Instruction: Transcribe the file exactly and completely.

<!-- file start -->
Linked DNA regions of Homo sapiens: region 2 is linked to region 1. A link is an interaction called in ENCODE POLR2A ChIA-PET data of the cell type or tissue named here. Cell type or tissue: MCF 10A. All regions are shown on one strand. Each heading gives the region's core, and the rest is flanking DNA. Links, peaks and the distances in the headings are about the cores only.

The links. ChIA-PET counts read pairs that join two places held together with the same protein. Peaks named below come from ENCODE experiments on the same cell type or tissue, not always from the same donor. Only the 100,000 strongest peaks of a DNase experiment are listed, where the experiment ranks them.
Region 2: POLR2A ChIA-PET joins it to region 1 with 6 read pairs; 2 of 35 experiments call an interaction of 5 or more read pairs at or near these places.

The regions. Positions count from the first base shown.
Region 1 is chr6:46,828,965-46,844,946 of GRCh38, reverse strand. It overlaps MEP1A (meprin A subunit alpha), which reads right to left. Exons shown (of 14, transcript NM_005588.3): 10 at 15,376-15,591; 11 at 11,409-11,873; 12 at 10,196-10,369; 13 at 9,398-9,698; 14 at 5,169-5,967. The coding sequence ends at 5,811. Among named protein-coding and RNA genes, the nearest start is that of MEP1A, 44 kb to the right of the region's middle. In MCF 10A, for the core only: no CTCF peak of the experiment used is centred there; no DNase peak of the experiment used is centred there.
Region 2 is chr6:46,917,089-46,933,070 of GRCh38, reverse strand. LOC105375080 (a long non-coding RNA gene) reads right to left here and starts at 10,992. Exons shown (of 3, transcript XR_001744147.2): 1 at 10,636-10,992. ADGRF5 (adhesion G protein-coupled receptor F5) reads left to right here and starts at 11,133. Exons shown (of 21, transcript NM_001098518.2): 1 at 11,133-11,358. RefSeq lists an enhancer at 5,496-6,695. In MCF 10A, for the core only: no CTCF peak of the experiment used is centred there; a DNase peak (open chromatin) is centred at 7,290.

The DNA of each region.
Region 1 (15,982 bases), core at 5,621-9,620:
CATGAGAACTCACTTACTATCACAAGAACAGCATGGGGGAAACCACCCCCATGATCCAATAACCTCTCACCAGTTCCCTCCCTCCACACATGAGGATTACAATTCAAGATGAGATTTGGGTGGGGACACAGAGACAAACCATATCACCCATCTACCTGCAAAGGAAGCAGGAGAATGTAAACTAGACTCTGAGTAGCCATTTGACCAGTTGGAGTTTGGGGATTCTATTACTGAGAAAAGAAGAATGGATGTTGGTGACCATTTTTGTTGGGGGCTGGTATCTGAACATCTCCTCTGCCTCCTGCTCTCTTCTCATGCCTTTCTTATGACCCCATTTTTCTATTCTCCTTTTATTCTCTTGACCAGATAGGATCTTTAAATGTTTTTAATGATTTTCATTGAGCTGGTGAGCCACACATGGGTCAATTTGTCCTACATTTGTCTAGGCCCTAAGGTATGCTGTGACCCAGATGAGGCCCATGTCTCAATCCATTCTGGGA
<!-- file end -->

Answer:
Linked DNA regions of Homo sapiens: region 2 is linked to region 1. A link is an interaction called in ENCODE POLR2A ChIA-PET data of the cell type or tissue named here. Cell type or tissue: MCF 10A. All regions are shown on one strand. Each heading gives the region's core, and the rest is flanking DNA. Links, peaks and the distances in the headings are about the cores only.

The links. ChIA-PET counts read pairs that join two places held together with the same protein. Peaks named below come from ENCODE experiments on the same cell type or tissue, not always from the same donor. Only the 100,000 strongest peaks of a DNase experiment are listed, where the experiment ranks them.
Region 2: POLR2A ChIA-PET joins it to region 1 with 6 read pairs; 2 of 35 experiments call an interaction of 5 or more read pairs at or near these places.

The regions. Positions count from the first base shown.
Region 1 is chr6:46,828,965-46,844,946 of GRCh38, reverse strand. It overlaps MEP1A (meprin A subunit alpha), which reads right to left. Exons shown (of 14, transcript NM_005588.3): 10 at 15,376-15,591; 11 at 11,409-11,873; 12 at 10,196-10,369; 13 at 9,398-9,698; 14 at 5,169-5,967. The coding sequence ends at 5,811. Among named protein-coding and RNA genes, the nearest start is that of MEP1A, 44 kb to the right of the region's middle. In MCF 10A, for the core only: no CTCF peak of the experiment used is centred there; no DNase peak of the experiment used is centred there.
Region 2 is chr6:46,917,089-46,933,070 of GRCh38, reverse strand. LOC105375080 (a long non-coding RNA gene) reads right to left here and starts at 10,992. Exons shown (of 3, transcript XR_001744147.2): 1 at 10,636-10,992. ADGRF5 (adhesion G protein-coupled receptor F5) reads left to right here and starts at 11,133. Exons shown (of 21, transcript NM_001098518.2): 1 at 11,133-11,358. RefSeq lists an enhancer at 5,496-6,695. In MCF 10A, for the core only: no CTCF peak of the experiment used is centred there; a DNase peak (open chromatin) is centred at 7,290.

The DNA of each region.
Region 1 (15,982 bases), core at 5,621-9,620:
CATGAGAACTCACTTACTATCACAAGAACAGCATGGGGGAAACCACCCCCATGATCCAATAACCTCTCACCAGTTCCCTCCCTCCACACATGAGGATTACAATTCAAGATGAGATTTGGGTGGGGACACAGAGACAAACCATATCACCCATCTACCTGCAAAGGAAGCAGGAGAATGTAAACTAGACTCTGAGTAGCCATTTGACCAGTTGGAGTTTGGGGATTCTATTACTGAGAAAAGAAGAATGGATGTTGGTGACCATTTTTGTTGGGGGCTGGTATCTGAACATCTCCTCTGCCTCCTGCTCTCTTCTCATGCCTTTCTTATGACCCCATTTTTCTATTCTCCTTTTATTCTCTTGACCAGATAGGATCTTTAAATGTTTTTAATGATTTTCATTGAGCTGGTGAGCCACACATGGGTCAATTTGTCCTACATTTGTCTAGGCCCTAAGGTATGCTGTGACCCAGATGAGGCCCATGTCTCAATCCATTCTGGGA